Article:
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In the last two decades, primary and secondary school enrollment rates have declined in Nigeria while enrollment rates in post-secondary school have increased. This paper estimates from the General Household Survey for Nigeria the private returns to schooling associated with levels of educational attainment for wage and self-employed workers. The estimates for both men and women are small at primary and secondary levels, 2 to 4 percent, but are substantial at post-secondary education level, 10-15 percent. These schooling return estimates may account for the recent trends in enrollments. Thus, increasing public investment to encourage increased attendance in basic education is not justifiable on grounds of private efficiency, unless investments to increase school quality have higher private returns. With high private returns to postsecondary schooling, students at this level should pay tuition, to recoup more of the public costs of schooling, which may be redistributed to poor families through scholarships.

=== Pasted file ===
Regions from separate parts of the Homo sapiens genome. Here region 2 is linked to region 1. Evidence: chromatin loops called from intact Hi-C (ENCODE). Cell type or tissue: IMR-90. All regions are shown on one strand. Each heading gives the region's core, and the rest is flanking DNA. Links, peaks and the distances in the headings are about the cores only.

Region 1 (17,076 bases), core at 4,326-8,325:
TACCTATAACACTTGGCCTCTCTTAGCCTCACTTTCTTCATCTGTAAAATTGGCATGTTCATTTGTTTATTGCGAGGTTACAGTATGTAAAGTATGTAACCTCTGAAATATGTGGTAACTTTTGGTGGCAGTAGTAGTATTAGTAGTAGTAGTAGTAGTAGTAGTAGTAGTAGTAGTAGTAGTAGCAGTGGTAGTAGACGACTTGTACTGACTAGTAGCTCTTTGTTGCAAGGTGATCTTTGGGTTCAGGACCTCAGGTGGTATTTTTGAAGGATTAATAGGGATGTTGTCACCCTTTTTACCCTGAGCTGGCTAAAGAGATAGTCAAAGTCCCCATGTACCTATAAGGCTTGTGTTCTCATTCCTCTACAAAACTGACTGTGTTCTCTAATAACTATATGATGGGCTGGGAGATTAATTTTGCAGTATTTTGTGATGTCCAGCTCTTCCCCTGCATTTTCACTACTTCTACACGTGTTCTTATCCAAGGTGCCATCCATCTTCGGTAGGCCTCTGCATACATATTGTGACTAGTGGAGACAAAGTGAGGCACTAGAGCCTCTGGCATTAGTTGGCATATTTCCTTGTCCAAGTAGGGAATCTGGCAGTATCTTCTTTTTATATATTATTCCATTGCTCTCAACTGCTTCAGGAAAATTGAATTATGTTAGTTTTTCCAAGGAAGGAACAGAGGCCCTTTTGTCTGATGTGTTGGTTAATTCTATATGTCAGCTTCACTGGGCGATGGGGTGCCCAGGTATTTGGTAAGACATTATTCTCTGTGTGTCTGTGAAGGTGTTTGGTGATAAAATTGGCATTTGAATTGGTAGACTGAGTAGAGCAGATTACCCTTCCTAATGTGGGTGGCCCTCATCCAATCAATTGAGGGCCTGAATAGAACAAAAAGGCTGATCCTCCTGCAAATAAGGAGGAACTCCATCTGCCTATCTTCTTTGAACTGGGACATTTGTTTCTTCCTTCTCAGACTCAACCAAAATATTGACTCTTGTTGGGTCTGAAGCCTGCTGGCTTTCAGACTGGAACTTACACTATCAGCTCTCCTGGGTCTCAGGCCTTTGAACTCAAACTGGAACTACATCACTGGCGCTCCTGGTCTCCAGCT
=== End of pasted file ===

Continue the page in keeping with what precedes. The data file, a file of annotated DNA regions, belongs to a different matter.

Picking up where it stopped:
Keywords: schooling investment ; private wage returns ; efficiency ; equity ; Nigeria

Subject(s): Labor and Human Capital

Issue Date: 2002

Publication Type: Working or Discussion Paper

PURL Identifier: http://purl.umn.edu/28489

Total Pages: 35

JEL Codes: O15; I12; J24

Series Statement: Center Discussion Paper No. 849

Record appears in: Yale University > Economic Growth Center > Center Discussion Papers





Autor: Aromolaran, Adebayo B.

Fuente: http://ageconsearch.umn.edu/record/28489?ln=en







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